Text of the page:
If you know where to look, there’s a lot of culture in Los Angeles: music, literature, visual art, food. And much of it is gratis. Grand Performances, a concert series that focuses on the cultural diversity of LA, often provides free shows — like “A Night at the Phillips Music Company,” on August 27, which celebrated the vibrant legacy of a bygone store and the ethnic mix of its neighborhood, Boyle Heights.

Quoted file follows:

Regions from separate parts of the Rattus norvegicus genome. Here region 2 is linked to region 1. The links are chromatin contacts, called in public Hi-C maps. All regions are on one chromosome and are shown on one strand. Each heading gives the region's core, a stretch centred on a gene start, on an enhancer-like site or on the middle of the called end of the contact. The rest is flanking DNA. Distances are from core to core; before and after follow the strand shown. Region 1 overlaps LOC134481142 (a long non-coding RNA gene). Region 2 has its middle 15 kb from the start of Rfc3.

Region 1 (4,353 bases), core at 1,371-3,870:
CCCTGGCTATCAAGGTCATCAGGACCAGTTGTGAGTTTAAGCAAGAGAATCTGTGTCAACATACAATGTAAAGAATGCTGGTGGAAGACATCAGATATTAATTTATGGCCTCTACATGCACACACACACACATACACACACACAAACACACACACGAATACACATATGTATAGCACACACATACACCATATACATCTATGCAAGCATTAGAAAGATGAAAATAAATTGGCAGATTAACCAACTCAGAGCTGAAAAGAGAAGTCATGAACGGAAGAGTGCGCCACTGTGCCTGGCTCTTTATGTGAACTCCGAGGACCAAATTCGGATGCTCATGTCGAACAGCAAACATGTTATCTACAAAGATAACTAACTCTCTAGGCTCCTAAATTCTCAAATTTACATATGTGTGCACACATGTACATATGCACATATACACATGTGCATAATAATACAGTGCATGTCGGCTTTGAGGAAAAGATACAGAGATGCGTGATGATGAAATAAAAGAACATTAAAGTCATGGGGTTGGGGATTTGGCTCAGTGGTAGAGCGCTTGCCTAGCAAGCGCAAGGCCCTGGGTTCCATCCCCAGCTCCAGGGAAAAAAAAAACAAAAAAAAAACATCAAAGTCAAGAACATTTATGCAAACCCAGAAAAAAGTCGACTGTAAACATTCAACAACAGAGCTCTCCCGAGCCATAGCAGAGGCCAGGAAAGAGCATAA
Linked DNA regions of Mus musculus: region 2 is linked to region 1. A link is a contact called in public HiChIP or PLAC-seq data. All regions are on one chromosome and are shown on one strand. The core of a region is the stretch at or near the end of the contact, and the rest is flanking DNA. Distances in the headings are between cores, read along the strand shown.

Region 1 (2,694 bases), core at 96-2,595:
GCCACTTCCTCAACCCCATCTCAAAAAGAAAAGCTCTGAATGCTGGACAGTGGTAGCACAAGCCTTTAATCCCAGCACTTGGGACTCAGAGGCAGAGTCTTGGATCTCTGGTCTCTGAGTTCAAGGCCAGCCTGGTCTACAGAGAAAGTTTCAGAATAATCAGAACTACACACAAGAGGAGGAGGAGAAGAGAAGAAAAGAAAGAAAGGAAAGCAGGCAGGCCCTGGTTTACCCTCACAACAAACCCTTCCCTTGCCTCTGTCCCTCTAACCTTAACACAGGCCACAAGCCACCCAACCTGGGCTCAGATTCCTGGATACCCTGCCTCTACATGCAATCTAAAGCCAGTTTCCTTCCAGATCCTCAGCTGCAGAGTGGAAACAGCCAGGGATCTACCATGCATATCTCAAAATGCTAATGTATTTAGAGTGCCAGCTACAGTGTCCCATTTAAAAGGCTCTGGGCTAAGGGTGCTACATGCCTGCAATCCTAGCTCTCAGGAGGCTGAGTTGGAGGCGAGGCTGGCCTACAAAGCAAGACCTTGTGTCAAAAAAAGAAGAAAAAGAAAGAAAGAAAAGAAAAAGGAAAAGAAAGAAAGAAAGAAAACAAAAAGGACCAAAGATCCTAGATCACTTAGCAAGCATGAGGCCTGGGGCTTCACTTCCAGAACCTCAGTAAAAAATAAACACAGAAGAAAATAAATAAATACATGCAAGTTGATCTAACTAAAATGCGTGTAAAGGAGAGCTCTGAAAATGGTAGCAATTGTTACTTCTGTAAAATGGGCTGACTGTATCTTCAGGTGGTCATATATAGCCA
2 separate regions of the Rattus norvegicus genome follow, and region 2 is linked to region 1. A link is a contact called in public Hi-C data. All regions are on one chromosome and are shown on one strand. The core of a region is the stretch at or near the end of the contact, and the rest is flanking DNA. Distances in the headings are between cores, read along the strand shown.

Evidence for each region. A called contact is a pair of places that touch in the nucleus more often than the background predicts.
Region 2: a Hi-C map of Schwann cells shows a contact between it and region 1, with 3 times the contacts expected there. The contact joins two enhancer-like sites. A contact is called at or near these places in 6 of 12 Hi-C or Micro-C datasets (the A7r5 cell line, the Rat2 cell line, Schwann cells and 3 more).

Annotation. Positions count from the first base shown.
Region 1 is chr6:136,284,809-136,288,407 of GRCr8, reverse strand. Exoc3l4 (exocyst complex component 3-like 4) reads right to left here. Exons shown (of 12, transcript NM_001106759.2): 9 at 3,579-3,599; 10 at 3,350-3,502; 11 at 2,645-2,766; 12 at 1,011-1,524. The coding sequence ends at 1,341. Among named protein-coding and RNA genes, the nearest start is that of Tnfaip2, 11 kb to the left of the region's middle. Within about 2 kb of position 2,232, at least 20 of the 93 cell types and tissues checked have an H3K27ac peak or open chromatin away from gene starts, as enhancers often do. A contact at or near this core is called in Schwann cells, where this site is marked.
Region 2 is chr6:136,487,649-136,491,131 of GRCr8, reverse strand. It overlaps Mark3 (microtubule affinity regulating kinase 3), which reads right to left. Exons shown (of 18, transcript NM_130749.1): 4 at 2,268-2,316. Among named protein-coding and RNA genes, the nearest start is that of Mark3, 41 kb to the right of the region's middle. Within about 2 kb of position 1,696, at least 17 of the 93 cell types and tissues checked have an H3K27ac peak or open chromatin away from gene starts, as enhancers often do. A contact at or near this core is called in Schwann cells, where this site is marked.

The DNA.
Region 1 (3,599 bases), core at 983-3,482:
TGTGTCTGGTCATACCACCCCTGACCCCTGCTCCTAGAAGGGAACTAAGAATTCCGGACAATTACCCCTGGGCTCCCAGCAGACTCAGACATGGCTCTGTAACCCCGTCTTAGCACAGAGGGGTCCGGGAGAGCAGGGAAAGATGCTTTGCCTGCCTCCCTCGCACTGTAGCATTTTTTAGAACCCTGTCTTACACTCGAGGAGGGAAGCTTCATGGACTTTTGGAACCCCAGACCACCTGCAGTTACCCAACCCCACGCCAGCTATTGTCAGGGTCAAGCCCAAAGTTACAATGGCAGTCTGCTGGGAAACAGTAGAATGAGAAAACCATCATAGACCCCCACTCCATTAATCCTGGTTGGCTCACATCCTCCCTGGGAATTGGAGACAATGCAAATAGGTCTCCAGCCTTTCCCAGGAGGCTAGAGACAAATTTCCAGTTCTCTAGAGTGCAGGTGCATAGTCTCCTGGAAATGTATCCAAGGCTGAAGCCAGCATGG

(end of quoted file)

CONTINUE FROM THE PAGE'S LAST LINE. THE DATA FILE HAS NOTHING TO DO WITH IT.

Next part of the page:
From the 1930s to the 1980s, the Phillips Music Company sold appliances, instruments and sheet music. It also was a kind of community space, where local Jews, Japanese-Americans and Mexican-Americans mingled. In the record racks, you could find R&B, Yiddish songs, and mariachi. Future members of Los Lobos hung around the store. William Garcia, aka soul singer Little Willie G., bought his first guitar at Phillips. (I haven’t been able to verify this, but reportedly Willie G.’s first band was called “The Gentiles,” after a Jewish member’s father said that he didn’t like his son playing music with “those gentiles.”)
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